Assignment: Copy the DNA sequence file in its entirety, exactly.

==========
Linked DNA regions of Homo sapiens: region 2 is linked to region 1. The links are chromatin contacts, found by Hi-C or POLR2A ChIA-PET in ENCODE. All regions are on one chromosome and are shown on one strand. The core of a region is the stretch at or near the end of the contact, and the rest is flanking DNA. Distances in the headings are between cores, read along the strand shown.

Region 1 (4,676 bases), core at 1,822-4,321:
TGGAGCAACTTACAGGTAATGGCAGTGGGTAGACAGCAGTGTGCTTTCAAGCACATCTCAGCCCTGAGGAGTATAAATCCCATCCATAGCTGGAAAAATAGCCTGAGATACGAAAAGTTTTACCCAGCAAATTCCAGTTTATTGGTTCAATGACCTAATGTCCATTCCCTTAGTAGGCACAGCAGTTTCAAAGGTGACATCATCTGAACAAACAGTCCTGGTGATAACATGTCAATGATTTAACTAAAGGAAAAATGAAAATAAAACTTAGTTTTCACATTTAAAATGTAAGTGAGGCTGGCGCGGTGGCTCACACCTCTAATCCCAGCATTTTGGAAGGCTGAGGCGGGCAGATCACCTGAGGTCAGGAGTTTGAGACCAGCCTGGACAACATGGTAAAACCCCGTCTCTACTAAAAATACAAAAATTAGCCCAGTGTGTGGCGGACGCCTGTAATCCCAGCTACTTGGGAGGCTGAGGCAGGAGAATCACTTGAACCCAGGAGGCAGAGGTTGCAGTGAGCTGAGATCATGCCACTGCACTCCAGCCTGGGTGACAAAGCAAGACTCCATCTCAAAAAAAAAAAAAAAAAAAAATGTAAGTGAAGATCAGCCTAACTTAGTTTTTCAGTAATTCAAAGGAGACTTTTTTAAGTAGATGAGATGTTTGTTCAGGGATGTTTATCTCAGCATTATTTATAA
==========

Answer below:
Linked DNA regions of Homo sapiens: region 2 is linked to region 1. The links are chromatin contacts, found by Hi-C or POLR2A ChIA-PET in ENCODE. All regions are on one chromosome and are shown on one strand. The core of a region is the stretch at or near the end of the contact, and the rest is flanking DNA. Distances in the headings are between cores, read along the strand shown.

Region 1 (4,676 bases), core at 1,822-4,321:
TGGAGCAACTTACAGGTAATGGCAGTGGGTAGACAGCAGTGTGCTTTCAAGCACATCTCAGCCCTGAGGAGTATAAATCCCATCCATAGCTGGAAAAATAGCCTGAGATACGAAAAGTTTTACCCAGCAAATTCCAGTTTATTGGTTCAATGACCTAATGTCCATTCCCTTAGTAGGCACAGCAGTTTCAAAGGTGACATCATCTGAACAAACAGTCCTGGTGATAACATGTCAATGATTTAACTAAAGGAAAAATGAAAATAAAACTTAGTTTTCACATTTAAAATGTAAGTGAGGCTGGCGCGGTGGCTCACACCTCTAATCCCAGCATTTTGGAAGGCTGAGGCGGGCAGATCACCTGAGGTCAGGAGTTTGAGACCAGCCTGGACAACATGGTAAAACCCCGTCTCTACTAAAAATACAAAAATTAGCCCAGTGTGTGGCGGACGCCTGTAATCCCAGCTACTTGGGAGGCTGAGGCAGGAGAATCACTTGAACCCAGGAGGCAGAGGTTGCAGTGAGCTGAGATCATGCCACTGCACTCCAGCCTGGGTGACAAAGCAAGACTCCATCTCAAAAAAAAAAAAAAAAAAAAATGTAAGTGAAGATCAGCCTAACTTAGTTTTTCAGTAATTCAAAGGAGACTTTTTTAAGTAGATGAGATGTTTGTTCAGGGATGTTTATCTCAGCATTATTTATAA